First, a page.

2. Clearly Wonder Woman is the main character, but there are others around her who actually help us appreciate and better understand her identity, character and mission. Let’s think in terms of three ‘sets’ of supporting characters:
Growing up in Themyscira, Wonder Woman is most shaped by two Amazonian women, her mother (Queen Hippolyta) and her aunt and military leader (Antiope). What contributions do you see these two women making to the young and maturing Diana?
Entering the world beyond Themyscira—a world in which men are present and a world is at war—Wonder Woman encounters two additional women, one an amusing yet mettlesome secretary, the other a mad yet vulnerable scientist. What do we know about these two women? How do you see these women contributing to who we understand Wonder Woman to be and what she may be up against?
Turning now to consider the main male characters, how would you describe Steve Trevor and his ‘band of brothers’? What do we know about their character and conduct? Also, how many male villains are there in this film and what is it that makes them villainous? In general, how are males portrayed in this film and in what ways do they actually serve to ensure that it is Wonder Woman who retains our focus?
3. Not just characterization, but costuming and camera direction also serve to keep the viewing audience focused on Wonder Woman and her emergence as a bona fide superhero. What did you think of how Wonder Woman was dressed? In what ways did costume choice serve to enhance (or obscure) the story being told about Wonder Woman’s identity, character and mission? Were there particular sequences, special effects, or simple camera angles that likewise defined how you viewed and felt/thought about Wonder Woman?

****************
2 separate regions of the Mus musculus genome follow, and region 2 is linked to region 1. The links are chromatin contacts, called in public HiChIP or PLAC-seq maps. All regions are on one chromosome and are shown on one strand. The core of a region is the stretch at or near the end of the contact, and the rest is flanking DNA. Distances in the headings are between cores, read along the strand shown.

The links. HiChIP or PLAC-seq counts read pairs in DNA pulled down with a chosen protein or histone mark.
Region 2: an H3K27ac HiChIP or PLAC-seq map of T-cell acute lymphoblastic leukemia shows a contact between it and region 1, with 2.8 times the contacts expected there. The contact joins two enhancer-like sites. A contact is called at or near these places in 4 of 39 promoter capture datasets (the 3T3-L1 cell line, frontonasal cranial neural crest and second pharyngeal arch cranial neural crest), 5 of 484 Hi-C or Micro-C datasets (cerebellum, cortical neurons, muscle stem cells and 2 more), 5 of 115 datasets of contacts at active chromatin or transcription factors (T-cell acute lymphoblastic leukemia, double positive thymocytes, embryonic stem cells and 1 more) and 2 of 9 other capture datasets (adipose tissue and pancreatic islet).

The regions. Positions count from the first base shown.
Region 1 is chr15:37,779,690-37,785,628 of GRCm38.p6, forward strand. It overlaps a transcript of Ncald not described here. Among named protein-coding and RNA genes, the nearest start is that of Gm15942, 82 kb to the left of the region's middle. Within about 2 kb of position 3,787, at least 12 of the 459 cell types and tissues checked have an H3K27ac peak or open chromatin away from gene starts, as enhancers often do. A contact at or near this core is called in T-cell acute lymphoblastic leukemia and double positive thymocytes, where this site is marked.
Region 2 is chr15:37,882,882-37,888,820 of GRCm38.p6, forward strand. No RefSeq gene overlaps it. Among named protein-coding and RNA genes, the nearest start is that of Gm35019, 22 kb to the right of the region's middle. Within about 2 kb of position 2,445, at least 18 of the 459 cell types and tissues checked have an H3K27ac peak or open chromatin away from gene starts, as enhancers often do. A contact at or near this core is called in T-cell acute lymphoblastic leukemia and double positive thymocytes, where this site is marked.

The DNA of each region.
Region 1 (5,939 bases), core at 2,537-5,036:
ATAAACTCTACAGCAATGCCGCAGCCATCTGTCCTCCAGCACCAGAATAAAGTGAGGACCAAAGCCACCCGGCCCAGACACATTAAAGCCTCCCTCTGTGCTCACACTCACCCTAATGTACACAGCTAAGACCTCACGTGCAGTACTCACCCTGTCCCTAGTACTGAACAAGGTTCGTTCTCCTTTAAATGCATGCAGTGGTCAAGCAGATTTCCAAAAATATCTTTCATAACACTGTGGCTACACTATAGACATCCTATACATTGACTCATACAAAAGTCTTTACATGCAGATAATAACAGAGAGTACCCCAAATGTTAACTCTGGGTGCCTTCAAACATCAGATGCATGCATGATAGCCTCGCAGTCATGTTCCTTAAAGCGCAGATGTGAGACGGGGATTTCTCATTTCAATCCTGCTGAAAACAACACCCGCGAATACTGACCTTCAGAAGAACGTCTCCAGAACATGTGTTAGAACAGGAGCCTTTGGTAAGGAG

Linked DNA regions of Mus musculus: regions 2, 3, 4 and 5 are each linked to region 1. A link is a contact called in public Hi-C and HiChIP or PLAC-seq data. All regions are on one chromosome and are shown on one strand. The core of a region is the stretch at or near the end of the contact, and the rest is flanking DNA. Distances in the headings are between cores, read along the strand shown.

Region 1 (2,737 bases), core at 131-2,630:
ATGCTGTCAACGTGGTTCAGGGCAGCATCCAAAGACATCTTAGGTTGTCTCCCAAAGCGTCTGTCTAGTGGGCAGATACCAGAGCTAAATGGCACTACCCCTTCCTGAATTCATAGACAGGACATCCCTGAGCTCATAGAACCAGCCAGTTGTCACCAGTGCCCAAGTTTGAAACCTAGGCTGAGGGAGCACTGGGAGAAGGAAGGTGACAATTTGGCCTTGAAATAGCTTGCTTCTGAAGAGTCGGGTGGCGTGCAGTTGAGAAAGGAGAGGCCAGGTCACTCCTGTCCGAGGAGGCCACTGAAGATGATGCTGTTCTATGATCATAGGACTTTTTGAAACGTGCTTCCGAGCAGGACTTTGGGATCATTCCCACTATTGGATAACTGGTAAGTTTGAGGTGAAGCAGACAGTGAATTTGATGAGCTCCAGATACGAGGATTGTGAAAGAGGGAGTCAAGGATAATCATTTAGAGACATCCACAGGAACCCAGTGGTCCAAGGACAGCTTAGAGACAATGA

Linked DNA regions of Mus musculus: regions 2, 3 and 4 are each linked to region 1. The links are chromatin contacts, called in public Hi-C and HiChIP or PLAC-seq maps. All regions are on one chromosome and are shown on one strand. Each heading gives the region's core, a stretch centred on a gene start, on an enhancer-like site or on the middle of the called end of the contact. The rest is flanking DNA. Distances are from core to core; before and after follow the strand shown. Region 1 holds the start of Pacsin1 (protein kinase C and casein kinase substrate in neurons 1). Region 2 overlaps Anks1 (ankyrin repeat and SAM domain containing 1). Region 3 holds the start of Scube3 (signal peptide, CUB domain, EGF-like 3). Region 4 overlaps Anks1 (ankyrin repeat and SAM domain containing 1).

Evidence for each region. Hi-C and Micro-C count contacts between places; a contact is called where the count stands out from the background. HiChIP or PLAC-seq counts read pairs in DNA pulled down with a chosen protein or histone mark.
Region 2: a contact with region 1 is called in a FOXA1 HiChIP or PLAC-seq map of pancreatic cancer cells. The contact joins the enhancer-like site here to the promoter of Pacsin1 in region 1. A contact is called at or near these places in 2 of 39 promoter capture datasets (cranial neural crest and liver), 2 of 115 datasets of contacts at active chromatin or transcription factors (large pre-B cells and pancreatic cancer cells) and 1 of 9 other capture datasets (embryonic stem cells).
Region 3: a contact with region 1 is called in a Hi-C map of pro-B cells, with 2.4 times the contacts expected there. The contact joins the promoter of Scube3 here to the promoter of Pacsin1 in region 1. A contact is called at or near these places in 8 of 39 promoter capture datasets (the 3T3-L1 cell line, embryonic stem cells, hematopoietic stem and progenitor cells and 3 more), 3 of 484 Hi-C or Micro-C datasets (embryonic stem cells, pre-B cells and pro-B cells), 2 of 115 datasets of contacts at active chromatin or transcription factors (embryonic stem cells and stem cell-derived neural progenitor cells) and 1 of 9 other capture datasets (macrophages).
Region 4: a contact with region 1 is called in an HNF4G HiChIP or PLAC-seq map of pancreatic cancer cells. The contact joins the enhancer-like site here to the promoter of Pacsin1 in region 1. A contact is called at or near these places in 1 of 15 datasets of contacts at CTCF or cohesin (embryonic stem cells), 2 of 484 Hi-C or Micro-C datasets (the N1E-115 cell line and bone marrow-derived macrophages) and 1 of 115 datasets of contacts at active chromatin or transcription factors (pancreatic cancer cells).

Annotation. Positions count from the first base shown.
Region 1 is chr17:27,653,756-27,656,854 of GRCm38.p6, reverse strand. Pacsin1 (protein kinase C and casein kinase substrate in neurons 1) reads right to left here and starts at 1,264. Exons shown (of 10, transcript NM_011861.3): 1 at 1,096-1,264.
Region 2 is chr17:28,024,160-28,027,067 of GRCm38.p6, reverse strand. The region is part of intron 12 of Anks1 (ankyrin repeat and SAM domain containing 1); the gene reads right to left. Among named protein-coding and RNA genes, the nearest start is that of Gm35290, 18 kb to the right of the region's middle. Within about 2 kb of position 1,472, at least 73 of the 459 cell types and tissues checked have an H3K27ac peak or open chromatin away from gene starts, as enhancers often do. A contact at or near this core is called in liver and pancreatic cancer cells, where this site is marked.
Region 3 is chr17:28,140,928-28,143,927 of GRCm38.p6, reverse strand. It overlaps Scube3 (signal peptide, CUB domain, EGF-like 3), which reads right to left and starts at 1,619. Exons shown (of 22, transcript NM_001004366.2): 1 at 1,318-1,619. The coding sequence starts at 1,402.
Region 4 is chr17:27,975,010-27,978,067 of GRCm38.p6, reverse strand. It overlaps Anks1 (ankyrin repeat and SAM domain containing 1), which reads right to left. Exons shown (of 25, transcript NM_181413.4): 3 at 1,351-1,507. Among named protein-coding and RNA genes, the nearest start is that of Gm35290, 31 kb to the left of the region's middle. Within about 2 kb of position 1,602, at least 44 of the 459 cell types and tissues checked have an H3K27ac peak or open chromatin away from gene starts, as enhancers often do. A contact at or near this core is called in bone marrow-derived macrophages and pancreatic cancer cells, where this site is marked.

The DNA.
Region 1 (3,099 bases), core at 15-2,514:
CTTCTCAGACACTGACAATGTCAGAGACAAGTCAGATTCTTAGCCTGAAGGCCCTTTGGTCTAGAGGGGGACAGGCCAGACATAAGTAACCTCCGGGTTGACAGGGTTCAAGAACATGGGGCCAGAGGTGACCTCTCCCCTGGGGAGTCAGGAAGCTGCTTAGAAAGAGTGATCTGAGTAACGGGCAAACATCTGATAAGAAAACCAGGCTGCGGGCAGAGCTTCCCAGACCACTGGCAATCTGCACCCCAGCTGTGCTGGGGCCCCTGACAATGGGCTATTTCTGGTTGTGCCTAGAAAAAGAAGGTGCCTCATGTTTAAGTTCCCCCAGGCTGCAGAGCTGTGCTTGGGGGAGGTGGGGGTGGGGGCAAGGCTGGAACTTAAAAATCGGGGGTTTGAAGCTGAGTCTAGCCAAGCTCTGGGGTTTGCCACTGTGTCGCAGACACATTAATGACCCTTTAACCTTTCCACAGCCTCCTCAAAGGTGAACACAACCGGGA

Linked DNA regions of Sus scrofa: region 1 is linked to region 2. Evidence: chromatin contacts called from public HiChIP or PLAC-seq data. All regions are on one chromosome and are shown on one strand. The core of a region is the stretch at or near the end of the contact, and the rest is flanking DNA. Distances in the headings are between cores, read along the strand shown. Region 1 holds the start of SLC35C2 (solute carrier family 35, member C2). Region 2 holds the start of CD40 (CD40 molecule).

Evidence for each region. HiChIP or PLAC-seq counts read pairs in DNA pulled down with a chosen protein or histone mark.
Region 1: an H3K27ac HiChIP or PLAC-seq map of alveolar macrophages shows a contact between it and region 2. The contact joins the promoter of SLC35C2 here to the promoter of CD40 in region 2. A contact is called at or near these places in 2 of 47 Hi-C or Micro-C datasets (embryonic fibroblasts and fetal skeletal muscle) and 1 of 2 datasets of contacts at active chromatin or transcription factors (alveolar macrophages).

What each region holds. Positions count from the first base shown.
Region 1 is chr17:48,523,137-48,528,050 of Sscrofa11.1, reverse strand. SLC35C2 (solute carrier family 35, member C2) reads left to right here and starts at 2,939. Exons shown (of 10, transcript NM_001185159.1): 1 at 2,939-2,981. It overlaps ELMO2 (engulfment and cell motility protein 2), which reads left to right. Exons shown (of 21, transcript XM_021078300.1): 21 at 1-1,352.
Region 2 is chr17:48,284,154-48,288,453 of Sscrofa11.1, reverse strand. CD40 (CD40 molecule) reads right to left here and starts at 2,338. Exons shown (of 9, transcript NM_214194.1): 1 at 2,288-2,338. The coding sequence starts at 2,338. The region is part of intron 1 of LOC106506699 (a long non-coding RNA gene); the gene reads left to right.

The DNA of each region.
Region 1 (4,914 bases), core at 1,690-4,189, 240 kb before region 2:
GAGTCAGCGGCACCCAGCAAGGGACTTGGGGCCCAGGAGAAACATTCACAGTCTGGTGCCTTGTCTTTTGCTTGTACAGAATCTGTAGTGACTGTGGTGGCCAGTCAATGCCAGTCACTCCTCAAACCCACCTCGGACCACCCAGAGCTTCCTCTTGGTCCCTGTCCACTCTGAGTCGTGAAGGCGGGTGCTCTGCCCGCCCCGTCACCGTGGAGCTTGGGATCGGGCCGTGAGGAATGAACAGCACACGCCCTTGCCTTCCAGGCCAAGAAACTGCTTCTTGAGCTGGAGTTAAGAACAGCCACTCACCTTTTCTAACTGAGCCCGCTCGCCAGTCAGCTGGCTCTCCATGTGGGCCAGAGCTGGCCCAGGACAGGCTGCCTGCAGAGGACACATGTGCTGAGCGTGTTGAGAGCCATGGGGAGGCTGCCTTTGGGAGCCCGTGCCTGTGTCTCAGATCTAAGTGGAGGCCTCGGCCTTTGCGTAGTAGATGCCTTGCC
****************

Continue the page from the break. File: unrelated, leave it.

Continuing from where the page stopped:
4. Having taken a little time to think about the look and feel of the movie, and the chief characters in the movie, what would you identify as the theme or themes of this movie? What is this move actually about and what evidence might you offer to support this?
5. Thinking a little deeper…
a). Concerning ‘genre’ ~ One of the genres this Wonder Woman film fits is ‘origin story’ and in recent years we have been treated to many such stories. What is the purpose of an ‘origin story’? In what ways is this telling of Wonder Woman’s story similar to and/or different from the origin stories of other superheroes recently brought to the big screen?
b). Concerning ‘gender’ ~ Film critic, Justin Chang of The L.A.Times, notes that as a character, Wonder Woman was “equally inspired by the women’s suffrage movement, the pacifist movement and the pin up movement” and that “Wonder Woman herself has always been a weltering of contradictions—sculpted from clay and filled with the breathe of Zeus, but no less profoundly shaped by market imperatives and feminist influences.”
To your mind, what influences did you detect in director Patty Jenkin’s particular telling of this story? To what degree were you cognizant of this film being directed by a woman and being focused on a woman? How did this matter for you? To what degree was gender central to and/or peripheral to this Wonder Woman story? Is Diana a refreshing depiction of ‘femininity and powerful agency’ or is she ‘male-skewed’ (still the object of male desire/fantasy, just another version of a ‘Disney Princess,’ unnecessarily complicated and glibly ‘other’? What other female characters can you think of who epitomize what Wonder Women attempts to portray—an intelligent and motivated character with physical strength, personal allure and a strong moral compass?
Does it matter to you that Wonder Woman is a comic book character and that backstory is an unusual one—being rooted in the theories and experiences of her male creator? (See below for a summary of this backstory)
6. Overall: Did you enjoy this film? What will you take away from having viewed it? What are its abiding strengths? What are its weaknesses?
SourceCredits for Wonder Woman (2017)<br
Director: Patty Jenkins
Writers: Allan Heinberg (screenplay + story), Zack Snyder & Jason Fuchs (story), William Moulton Marston (creator of character)
Producers: Jon Berg, Wesley Coller and others
Music: Rupert Gregson-Williams
Cinematography: Matthew Jensen
Gal Gadot (Wonder Woman)
Chris Pine (Steve Trevor)
Connie Nielsen (Hippolyta)
Robin Wright (Antiope)
Danny Huston (Ludendorff)
David Thewlis (Sir Patrick /Ares)
Said Taghmaoui (Sameer)
Ewen Brenner (Charlie)
Eugene Brave Rock (The Chief)
Lucy Davis (Etta)
Elena Anaya (Dr. Maru)
Rated PG-13 (for sequences of violence and action, and some suggestive content).
Release : USA, 2017
Run time: 141 minutesBackstory Sources: